Hi! And welcome to my site.
I am a self-taught artist from London, UK. Although I was a bit of an artistic chameleon over the years, flitting shamelessly from one approach to another, I've gradually developed my own signature style. More information below...
"Stained Glass Mosaic"
My style is inspired by the vibrancy of stained glass and the jagged geometry of mosaics - but is achieved with mere pen and paper. I combine the technique with my favourite themes from fantasy and mythology: dragons and snakes, great birds, mountains, lakes and enchantresses. Recently I've been exploring the possibilities of pure, abstract colour and shape.
This technique actually started out as a solution to a common problem: lack of space. I badly wanted to paint, but was finding it increasingly hard to lay out all the equipment where I wanted it - plus there was the inevitable mess! And then I hit upon the idea of coloured pens. Often regarded as just for children, this much-neglected medium can actually create beautifully intense colour combinations. They are also easily portable, and can be ready to use or packed away in a moment.
Although I started out by using a variety of fibre-tip pens, I quickly progressed onto the wonderful range of Letraset markers. Today, these remain my medium of choice for their smooth, professional lushness.
And so I began to experiment…
The materials are fairly simple. My essential kit presently consists of the following:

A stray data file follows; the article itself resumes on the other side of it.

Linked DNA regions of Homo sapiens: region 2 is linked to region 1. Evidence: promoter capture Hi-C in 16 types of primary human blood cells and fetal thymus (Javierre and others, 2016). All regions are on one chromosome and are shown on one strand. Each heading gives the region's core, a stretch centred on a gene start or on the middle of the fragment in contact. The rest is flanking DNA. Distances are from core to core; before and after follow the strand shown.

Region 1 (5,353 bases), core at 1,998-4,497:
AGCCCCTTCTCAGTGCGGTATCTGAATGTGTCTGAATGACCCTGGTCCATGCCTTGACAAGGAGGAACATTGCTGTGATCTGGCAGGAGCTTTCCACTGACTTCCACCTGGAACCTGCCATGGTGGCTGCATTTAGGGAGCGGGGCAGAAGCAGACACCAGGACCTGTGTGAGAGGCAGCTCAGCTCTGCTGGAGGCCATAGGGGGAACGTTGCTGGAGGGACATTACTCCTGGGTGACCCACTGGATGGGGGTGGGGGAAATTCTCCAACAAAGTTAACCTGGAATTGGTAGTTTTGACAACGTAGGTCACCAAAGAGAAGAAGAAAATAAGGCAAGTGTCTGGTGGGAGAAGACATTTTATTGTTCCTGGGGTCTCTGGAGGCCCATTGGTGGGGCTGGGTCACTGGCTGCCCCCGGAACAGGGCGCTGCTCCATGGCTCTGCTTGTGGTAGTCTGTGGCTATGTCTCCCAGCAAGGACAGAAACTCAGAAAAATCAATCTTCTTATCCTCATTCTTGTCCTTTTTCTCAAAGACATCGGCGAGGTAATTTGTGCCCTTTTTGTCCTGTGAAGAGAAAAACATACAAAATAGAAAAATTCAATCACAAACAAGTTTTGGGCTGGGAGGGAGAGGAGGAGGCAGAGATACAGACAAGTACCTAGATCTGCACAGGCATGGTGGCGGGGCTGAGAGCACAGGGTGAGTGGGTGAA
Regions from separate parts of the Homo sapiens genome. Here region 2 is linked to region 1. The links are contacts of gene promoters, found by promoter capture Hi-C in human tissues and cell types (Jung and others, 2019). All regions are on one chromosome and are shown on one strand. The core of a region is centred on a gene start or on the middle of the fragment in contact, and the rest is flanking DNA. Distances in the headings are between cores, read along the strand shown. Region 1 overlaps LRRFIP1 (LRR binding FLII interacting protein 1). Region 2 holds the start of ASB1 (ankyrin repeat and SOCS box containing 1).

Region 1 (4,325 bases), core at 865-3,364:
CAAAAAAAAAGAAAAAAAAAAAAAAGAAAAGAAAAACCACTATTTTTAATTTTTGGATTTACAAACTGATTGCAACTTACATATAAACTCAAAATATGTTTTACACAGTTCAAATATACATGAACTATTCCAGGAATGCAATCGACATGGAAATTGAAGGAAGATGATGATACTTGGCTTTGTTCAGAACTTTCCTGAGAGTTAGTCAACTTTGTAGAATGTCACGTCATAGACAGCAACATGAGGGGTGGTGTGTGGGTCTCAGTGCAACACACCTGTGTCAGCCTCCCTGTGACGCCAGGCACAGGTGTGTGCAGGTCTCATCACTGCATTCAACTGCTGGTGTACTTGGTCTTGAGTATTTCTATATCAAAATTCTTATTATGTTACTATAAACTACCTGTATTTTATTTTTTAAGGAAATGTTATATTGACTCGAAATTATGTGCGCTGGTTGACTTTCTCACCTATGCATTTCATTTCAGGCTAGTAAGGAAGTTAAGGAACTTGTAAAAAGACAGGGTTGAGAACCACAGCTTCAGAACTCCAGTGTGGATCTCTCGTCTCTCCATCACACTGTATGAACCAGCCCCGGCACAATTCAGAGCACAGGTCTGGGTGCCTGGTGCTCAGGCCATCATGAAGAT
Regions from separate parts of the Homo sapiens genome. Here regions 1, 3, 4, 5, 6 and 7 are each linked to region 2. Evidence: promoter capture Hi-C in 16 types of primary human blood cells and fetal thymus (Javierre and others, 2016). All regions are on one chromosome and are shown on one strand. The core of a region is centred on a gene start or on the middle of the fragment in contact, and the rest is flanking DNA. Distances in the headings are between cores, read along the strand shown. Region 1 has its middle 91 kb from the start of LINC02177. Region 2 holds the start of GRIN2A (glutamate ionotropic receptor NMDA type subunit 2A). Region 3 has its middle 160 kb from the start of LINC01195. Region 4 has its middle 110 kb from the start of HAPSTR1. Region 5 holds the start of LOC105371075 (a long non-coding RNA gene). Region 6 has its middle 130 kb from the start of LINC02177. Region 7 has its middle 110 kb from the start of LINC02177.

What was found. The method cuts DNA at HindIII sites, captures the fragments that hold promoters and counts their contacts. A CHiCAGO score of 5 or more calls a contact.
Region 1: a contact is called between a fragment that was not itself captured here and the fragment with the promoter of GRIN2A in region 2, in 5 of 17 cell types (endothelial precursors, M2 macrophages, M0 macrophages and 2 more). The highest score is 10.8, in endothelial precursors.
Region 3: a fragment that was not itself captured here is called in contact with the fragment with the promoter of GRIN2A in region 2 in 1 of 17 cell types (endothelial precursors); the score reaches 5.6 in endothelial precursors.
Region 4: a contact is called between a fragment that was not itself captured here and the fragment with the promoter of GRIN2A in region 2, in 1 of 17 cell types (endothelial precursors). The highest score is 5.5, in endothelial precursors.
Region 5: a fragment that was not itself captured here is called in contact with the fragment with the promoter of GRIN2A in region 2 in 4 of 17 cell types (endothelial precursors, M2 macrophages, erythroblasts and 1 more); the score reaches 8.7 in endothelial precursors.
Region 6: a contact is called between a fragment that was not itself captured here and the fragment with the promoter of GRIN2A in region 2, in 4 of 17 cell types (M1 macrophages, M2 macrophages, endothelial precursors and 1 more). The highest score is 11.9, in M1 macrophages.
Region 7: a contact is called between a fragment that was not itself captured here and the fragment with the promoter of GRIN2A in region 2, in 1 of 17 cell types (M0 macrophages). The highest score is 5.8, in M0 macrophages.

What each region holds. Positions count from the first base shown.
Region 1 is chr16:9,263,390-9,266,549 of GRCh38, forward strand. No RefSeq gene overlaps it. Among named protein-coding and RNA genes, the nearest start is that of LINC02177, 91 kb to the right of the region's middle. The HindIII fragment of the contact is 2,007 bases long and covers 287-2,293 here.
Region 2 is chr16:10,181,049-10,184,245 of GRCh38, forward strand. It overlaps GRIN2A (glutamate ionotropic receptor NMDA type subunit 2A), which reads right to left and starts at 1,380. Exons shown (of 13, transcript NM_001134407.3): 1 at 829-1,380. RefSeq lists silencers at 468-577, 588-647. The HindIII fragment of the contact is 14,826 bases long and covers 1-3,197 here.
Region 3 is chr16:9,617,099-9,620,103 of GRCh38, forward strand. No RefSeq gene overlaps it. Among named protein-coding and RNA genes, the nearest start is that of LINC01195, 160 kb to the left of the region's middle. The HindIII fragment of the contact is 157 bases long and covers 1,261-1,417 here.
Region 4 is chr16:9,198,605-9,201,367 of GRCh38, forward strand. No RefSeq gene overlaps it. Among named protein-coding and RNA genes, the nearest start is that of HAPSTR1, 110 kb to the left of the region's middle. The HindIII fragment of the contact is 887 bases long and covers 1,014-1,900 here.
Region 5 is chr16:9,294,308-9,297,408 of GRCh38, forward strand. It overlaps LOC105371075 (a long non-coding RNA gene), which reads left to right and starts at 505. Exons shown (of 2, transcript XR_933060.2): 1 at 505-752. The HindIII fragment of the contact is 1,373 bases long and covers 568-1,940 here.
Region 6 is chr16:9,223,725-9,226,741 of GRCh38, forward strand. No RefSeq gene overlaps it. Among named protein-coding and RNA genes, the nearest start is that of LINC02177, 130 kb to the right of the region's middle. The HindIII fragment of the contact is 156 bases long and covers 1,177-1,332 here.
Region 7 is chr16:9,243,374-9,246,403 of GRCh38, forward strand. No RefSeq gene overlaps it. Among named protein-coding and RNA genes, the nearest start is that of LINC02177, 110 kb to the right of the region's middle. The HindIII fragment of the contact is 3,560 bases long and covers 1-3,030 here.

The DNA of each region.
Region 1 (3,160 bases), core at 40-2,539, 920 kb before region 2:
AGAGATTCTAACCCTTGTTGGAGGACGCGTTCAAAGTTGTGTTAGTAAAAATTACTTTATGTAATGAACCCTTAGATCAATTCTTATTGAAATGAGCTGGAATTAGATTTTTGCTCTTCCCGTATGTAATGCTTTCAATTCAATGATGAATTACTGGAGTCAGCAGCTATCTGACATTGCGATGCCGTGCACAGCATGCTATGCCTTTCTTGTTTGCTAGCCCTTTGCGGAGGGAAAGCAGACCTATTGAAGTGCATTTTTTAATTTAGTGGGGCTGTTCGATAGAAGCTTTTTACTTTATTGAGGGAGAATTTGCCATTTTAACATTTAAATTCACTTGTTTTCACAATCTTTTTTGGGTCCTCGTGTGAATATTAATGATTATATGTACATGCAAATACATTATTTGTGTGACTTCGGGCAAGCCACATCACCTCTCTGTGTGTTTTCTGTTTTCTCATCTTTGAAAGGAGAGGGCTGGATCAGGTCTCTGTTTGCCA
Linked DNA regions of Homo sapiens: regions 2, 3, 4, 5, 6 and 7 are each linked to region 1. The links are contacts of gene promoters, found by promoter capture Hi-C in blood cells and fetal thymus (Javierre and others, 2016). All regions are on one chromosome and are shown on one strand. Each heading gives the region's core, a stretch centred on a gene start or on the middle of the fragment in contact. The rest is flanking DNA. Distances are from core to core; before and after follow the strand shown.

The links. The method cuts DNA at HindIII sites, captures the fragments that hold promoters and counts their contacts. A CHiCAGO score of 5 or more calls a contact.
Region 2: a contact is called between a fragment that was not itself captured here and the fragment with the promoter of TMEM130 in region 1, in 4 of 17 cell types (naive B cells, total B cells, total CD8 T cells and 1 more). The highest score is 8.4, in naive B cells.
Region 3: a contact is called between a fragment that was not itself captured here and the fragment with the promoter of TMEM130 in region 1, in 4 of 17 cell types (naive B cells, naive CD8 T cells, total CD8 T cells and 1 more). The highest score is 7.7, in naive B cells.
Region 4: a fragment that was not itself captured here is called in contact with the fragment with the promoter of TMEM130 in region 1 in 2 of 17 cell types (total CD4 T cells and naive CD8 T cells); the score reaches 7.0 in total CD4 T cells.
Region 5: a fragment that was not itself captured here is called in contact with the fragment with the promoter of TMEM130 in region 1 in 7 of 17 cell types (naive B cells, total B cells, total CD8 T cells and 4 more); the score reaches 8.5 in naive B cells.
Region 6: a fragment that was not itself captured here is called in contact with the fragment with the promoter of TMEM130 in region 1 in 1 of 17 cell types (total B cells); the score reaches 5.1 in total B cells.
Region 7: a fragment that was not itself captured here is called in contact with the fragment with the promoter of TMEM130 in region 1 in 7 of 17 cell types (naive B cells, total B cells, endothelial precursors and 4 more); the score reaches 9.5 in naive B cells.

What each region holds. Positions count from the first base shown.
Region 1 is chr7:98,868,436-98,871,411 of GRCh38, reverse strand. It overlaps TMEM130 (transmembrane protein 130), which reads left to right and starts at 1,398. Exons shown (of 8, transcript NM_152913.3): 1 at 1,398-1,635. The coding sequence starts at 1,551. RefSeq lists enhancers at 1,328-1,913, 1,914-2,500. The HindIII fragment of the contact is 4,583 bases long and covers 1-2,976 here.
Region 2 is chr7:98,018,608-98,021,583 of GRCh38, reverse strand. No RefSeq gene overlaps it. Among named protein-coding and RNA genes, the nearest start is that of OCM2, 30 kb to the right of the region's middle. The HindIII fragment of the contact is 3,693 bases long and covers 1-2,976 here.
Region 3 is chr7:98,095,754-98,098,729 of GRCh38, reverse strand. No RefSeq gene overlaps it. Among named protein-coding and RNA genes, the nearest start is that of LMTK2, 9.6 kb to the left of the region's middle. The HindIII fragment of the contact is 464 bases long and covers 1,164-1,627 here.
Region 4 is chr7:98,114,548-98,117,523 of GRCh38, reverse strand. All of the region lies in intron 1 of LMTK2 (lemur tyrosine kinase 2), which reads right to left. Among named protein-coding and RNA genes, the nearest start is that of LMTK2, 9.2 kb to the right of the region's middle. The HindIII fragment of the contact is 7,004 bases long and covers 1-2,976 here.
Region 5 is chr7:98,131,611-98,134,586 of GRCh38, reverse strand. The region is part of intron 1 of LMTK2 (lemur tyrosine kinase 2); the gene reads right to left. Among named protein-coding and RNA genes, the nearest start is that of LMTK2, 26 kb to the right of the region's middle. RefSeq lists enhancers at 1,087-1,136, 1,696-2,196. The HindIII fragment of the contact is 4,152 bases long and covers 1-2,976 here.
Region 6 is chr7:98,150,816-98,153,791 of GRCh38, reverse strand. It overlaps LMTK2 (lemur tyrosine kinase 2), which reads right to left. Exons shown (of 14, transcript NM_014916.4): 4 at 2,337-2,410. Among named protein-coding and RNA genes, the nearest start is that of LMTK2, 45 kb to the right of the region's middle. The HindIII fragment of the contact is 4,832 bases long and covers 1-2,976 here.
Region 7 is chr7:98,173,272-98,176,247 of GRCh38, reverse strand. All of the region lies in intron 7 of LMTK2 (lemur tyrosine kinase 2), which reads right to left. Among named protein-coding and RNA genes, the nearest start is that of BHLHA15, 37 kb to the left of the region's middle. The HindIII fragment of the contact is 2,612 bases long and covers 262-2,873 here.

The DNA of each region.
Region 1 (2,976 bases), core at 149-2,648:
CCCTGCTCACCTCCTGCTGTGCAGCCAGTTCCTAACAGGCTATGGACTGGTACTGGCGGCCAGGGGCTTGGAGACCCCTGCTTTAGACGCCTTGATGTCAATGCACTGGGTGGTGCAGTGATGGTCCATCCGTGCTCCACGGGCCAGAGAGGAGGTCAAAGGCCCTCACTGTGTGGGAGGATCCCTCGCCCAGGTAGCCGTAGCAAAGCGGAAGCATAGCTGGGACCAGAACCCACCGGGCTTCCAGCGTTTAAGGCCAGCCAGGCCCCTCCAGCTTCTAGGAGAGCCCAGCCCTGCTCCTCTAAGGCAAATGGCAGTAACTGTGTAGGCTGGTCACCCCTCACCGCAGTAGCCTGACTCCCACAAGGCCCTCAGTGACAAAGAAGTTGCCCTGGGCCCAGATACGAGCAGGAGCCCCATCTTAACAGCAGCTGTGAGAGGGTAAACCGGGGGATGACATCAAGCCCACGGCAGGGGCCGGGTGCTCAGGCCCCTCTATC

• Letraset pens (ProMarker; Metallic Marker; AquaMarker);
• gold and silver gel pens;
• black liners of varying thickness (I recommend Staedtler pigment liner and Faber-Castell PITT artist pen);
• white paint marker - or even correction fluid;
• heavyweight watercolour paper;
• plus, of course, a good old HB pencil and eraser for the preparatory bit.
2) The basic technique…
• I begin by drawing the outlines and adding the jagged "tiles", all with an HB pencil. (If these tiles are kept fairly small, the final picture becomes more vibrant and sophisticated.) It's a good idea to plan the design in a sketchbook first for composition and balance: no point in wasting high-quality watercolour paper.
• Then the really fun part starts: the colouring in. For each distinct section of the painting (e.g. a creature's wings), I typically choose up to seven or eight colours, which I first test to see how well they harmonise. Once I am happy with the combination, I fill in that section, distributing the colours partly at random, but also according to my own preferences for whichever shade(s) should predominate. I usually try to avoid having the exact same colour on adjacent tiles.
• I then go over the outlines in black ink, with thin lines between tiles and thicker lines between sections.
• Finally, I often highlight the key areas (e.g. the shape of a creature against the background) using a white pen, or correction fluid with a fine paintbrush.
• Et voila!
Naturally, my technique has evolved over time. I've found, for example, that the texture of watercolour paper combined with high-quality markers creates a velvety richness, and I wholeheartedly recommend Letraset Metallic Markers for their soft glimmer - plus they're great for covering errors. Gel pens, applied sparingly, can also create an irresistible glow.
I really hope you enjoy the artwork here. And do try out the technique: there's a real pleasure in trying to find that elusive alchemy of colour from the myriad possibilities. Plus the whole process is both deeply, deeply meditative and immensely thrilling (I promise). Please feel free to get in touch: I'm always delighted to get feedback.